Eye am She
Published on 21.05.18
Wonderful installation by graduate Lorna Brown commissioned by the National Trust for Berrington Hall. Eye am She – Lorna Brown 2018 Eye am She is a mixed-media art installation, inspired by the life of Anne Bangham and the 18th century seedlings of modern celebrity culture. A contemplative room of reflection, Eye am She pays homage
Wonderful installation by graduate Lorna Brown commissioned by the National Trust for Berrington Hall.
Eye am She – Lorna Brown 2018
Eye am She is a mixed-media art installation, inspired by the life of Anne Bangham and the 18th century seedlings of modern celebrity culture. A contemplative room of reflection, Eye am She pays homage to the female space and experience. Centered around the life of this Georgian woman, the wife of Thomas Harley, it explores both a factual and hypothetical narrative of the life of this 18th century socialite, and her experience of motherhood and womanhood.
The artwork comprises a tribute to the ‘Secret Language of Flowers’, often thought of as a Victorian interest but actually introduced to Britain in 1717 by Lady Mary Wortley Montagu who discussed the Turkish version in letters sent back to England. It was these letters that led to a fascination with flower symbology. Flowers Symbolic of Motherhood and family blossom amongst large versions of the Georgian Lover’s Eye/Eye Miniature, which observes both the subject and the viewer in sympathetic allusion to the woman as watched. Anne’s life as a “watched woman” is re-enacted beneath these eyes. The modern culture of celebrity evolved extensively in the latter half of the 18th century, and as a socialite and one time mayoress of London, Anne was no doubt well acquainted with the experience of life under the watchful eye of the public.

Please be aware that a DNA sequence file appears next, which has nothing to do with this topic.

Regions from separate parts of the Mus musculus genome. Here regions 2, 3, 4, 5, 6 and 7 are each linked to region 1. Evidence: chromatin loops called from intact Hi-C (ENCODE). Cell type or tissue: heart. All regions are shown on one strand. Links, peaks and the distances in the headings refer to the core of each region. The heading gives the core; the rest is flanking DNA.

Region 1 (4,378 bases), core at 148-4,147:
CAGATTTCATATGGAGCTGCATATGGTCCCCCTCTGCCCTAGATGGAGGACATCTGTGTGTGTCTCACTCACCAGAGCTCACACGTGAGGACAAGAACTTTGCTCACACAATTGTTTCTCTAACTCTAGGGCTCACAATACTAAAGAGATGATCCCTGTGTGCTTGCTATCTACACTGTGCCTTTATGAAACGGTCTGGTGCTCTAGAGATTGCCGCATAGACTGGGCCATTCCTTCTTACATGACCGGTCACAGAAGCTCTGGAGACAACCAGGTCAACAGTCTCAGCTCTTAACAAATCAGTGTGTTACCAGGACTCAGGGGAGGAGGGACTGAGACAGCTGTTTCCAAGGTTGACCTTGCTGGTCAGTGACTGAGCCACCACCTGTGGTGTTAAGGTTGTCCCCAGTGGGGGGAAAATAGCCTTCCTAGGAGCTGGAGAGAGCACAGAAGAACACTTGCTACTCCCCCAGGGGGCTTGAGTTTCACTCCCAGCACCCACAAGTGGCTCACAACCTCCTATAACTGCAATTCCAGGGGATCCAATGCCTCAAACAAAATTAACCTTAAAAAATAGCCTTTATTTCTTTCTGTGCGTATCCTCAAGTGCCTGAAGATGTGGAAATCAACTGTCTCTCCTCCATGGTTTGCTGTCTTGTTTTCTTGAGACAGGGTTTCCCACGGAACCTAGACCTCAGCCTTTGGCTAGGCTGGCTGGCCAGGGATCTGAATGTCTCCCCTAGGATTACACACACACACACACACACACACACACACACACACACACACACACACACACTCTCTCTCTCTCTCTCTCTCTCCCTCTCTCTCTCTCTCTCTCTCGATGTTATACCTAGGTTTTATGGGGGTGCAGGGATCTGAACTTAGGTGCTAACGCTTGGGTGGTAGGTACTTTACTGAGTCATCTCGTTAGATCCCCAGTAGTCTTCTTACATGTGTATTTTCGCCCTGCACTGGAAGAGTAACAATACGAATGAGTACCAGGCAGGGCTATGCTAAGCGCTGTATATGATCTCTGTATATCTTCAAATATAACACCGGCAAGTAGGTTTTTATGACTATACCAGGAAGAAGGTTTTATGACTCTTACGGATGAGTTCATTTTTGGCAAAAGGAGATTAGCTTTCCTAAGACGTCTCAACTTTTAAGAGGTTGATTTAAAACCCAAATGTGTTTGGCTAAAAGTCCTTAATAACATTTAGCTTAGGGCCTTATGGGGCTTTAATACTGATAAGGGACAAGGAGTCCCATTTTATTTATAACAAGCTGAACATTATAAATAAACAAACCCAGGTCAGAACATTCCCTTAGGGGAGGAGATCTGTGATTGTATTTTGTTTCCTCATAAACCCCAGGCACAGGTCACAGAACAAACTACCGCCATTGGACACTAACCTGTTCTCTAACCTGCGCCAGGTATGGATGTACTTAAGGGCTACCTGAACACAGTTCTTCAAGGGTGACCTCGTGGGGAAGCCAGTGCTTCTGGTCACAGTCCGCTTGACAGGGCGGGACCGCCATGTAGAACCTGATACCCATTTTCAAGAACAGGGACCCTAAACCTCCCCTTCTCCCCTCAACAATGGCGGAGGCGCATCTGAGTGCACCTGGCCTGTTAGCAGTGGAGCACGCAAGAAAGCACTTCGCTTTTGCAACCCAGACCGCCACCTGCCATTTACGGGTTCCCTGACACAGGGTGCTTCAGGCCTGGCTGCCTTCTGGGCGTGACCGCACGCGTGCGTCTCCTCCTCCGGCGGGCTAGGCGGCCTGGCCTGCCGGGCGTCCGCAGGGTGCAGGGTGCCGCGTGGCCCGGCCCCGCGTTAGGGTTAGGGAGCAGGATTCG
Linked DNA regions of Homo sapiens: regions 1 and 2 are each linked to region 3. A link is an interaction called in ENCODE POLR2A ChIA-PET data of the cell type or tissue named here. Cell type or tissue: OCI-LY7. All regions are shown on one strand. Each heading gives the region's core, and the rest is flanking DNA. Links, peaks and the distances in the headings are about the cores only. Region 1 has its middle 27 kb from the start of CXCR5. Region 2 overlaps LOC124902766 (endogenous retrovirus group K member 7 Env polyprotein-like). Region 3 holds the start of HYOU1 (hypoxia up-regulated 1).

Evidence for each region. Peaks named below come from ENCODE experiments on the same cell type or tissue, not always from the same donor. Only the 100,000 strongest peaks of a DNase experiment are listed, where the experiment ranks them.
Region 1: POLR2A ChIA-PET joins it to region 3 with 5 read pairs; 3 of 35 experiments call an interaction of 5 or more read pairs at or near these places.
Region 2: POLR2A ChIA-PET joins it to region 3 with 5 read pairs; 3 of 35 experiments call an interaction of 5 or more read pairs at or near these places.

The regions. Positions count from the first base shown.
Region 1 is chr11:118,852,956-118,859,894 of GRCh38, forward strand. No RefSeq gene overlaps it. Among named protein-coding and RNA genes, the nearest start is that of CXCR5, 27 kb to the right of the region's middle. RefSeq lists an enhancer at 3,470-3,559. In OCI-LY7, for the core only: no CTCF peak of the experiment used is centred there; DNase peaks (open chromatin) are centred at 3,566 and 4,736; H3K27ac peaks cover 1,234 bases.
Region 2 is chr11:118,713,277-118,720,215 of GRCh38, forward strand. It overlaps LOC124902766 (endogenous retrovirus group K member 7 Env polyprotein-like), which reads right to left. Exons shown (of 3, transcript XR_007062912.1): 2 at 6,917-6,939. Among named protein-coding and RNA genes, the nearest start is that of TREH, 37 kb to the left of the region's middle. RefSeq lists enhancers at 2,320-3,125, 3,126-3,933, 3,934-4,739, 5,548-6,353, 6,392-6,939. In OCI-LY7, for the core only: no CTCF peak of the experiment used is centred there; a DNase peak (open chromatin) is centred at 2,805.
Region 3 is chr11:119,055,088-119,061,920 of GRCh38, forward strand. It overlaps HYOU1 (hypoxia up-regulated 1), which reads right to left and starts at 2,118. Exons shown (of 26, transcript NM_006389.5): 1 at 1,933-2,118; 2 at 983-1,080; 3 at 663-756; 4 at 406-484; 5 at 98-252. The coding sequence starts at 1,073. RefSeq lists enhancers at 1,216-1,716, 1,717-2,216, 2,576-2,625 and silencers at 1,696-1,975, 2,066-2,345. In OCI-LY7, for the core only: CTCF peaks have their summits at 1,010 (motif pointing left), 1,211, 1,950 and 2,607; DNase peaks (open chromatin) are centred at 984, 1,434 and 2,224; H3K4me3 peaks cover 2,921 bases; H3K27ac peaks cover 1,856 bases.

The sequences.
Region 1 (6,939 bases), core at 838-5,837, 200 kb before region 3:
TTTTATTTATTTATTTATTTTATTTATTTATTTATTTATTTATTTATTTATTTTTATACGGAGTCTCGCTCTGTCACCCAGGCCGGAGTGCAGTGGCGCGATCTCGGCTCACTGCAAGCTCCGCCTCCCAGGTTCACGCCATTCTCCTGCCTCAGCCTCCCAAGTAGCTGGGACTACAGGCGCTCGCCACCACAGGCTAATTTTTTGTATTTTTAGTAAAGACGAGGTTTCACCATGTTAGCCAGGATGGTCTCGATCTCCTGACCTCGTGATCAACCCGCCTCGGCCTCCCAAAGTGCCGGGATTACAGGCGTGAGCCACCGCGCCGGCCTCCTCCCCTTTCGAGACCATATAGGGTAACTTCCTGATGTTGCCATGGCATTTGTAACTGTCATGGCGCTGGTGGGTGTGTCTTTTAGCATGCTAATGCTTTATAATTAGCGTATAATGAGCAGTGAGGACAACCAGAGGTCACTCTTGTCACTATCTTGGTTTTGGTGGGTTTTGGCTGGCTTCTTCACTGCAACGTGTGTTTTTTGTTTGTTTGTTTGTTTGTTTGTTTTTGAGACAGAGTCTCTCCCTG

The eyes are an interpretation of the Georgian Love Eye or Eye Miniature. A clandestine token of love exchanged by British and European lovers in the 18th and 19th century. Their origins date back to 1784 when George IV reportedly wore the eye of his lover Maria Fitzherbert under his lapel. In suspending an audience of eyes from the ceiling, the artist has tried to capture the experience of being a person in the public eye. A feeling of Anne reflecting on her life not just through her own eyes but through the eyes of society. I was also inspired by theories on the woman as watched, particularly that of John Berger…
“A woman must continually watch herself. She is almost continually accompanied by her own image of herself. Whilst she is walking across a room or whilst she is weeping at the death of her father, she can scarcely avoid envisaging herself walking or weeping. From earliest childhood she has been taught and persuaded to survey herself continually. And so she comes to consider the surveyor and the surveyed within her as the two constituent yet always distinct elements of her identity as a woman.”